Researchers at Vanderbilt University have discovered an ancient species of budding yeasts that have lost dozens of genes that protect against DNA mutation, without having suffered any adverse effects. The team says the species has thrived, despite accumulating thousands of mutations. The research may represent a new system for understanding how cells evolve in the absence of protective genes.
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Why is DNA repair important?
The genome can be altered when DNA polymerase enzymes accidentally introduce mutations during DNA replication or following exposure to environmental agents such as radiation and mutagenic chemicals.
If too many DNA changes are left uncorrected, cells can accumulate so many mutations that they no longer function properly. Furthermore, if too many mutations accumulate in germ cells, offspring can become unviable and unable to form properly. The repair of DNA mutations is therefore essential in all cells that are needed for organisms to function.
The relationship between DNA damage/repair and the development of cancer (carcinogenesis) became clear once scientists observed that cancer-causing agents or carcinogens alter the DNA sequence and are therefore mutagenic.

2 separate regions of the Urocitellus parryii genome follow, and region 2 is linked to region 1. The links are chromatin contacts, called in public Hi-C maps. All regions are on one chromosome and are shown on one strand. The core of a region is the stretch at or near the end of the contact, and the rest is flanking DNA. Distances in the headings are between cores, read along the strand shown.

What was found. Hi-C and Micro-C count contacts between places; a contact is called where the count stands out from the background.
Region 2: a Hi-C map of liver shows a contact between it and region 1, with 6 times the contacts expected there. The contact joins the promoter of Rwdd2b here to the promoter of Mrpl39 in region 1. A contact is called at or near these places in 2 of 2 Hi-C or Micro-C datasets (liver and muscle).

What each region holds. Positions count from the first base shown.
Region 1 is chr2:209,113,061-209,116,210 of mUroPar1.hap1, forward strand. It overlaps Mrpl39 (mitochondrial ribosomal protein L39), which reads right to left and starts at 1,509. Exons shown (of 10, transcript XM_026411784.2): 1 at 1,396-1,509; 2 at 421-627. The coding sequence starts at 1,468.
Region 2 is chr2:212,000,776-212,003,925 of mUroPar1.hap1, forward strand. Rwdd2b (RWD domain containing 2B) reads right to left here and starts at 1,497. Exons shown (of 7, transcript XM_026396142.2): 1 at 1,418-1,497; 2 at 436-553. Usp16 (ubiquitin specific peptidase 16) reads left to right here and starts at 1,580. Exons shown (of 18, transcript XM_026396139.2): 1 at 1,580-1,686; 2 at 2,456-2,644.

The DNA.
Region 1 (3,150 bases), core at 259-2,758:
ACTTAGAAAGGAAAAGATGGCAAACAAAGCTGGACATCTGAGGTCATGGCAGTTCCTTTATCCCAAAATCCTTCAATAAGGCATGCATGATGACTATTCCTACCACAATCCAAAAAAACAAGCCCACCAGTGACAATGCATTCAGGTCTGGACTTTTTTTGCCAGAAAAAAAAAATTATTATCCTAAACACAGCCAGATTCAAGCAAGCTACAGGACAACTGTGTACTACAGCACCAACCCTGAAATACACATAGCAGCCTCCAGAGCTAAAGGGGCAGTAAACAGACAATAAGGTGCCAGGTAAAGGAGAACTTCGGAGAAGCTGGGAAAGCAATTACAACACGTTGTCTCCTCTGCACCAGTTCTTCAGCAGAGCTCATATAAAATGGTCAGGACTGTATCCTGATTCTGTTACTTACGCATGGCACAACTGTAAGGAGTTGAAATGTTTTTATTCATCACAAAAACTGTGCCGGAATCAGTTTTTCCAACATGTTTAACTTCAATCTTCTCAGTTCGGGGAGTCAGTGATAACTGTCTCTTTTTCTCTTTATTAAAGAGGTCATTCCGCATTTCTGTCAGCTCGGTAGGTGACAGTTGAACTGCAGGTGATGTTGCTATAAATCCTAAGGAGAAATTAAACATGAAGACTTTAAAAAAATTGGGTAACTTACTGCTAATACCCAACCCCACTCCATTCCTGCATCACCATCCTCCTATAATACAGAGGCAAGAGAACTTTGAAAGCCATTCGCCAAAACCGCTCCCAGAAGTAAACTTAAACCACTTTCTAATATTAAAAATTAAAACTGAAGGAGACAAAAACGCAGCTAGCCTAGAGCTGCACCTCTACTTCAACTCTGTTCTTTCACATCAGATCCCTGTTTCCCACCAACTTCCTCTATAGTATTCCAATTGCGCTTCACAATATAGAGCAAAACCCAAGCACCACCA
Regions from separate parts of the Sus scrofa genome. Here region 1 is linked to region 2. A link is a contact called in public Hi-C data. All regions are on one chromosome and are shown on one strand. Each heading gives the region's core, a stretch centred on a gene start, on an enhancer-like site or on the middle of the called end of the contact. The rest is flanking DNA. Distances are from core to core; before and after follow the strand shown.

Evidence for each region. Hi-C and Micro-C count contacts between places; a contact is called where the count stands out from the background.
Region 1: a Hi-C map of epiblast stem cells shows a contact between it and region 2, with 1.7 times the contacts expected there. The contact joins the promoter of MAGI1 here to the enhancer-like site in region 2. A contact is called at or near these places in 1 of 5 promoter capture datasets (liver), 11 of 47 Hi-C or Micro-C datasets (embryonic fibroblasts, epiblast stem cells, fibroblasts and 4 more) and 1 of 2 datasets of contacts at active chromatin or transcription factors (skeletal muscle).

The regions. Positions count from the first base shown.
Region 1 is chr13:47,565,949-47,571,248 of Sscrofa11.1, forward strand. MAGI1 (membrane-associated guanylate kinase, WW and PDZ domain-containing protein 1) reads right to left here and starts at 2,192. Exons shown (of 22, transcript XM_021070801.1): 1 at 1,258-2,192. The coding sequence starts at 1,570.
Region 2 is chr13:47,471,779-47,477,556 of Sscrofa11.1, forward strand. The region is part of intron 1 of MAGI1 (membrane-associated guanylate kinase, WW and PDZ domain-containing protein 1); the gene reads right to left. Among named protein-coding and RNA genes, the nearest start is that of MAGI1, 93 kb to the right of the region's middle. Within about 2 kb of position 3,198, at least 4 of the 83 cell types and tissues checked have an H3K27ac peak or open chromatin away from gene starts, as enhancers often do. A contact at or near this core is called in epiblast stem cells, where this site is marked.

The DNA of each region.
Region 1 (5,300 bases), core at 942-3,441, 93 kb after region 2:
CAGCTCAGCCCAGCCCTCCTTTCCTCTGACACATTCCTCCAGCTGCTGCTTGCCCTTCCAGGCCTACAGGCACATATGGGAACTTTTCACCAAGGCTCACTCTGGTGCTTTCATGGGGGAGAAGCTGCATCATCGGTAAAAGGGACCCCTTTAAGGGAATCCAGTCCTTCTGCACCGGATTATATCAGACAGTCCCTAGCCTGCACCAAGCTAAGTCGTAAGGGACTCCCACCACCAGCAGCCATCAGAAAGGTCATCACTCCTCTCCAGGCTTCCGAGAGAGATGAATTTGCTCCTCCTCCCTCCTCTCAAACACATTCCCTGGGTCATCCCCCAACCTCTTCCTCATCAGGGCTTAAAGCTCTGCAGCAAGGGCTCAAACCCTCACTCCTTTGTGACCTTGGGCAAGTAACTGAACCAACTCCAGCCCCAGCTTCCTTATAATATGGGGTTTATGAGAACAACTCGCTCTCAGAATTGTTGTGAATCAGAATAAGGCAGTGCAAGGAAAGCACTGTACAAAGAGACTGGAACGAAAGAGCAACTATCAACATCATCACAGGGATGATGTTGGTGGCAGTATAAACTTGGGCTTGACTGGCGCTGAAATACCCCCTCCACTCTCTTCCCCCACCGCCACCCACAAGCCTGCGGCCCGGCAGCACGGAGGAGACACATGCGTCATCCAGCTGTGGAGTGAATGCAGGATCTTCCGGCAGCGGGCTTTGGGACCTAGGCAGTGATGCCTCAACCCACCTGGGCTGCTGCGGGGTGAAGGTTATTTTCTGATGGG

All of the carcinogenic effects seen in tumors are caused by the damage they inflict on DNA and the copying errors that are introduced while DNA repair enzymes attempt to fix the changes.
Cells are equipped with highly efficient mechanisms that enable them to correct DNA copying errors. Most organisms are armed with a host of genes that are dedicated to repairing DNA mutations, which helps to keep cell division in check, slow mutation rates and protect against cancer.
‘The yeast with the least’
It is widely believed that such highly conserved mechanisms are essential to life. However, a team led by Jacob Steenwyk (Vanderbilt University) has found that yeasts from the Hanseniaspora genus have lost many of the protective genes that would usually help other organisms stay free of cancer.
Interestingly, the yeasts, which are often found in grapes and grape must, have lost large numbers of the genes related to cell cycle and DNA repair, without suffering any ill effects.
As recently reported in the journal PLOS Biology, Steenwyk and team analysed the genomes of 25 25 Hanseniaspora species of budding yeasts and found that two lineages had lost hundreds of genes. The losses included dozens of genes that help regulate the cell cycle and perform DNA repair to preserve the integrity of the genome.
One lineage was faster-evolving than the other and while both had lost hundreds of the genes, the one that evolved faster had lost more. According to the authors, this resulted in it undergoing a burst of accelerated evolution that gave rise to increased mutational loads.
It appears that, in genomic terms, Hanseniaspora are the yeast with the least. They have very small genomes and among the smallest numbers of genes of any species in the lineage. These dramatic losses of so many genes are reflected in the biology of these yeasts."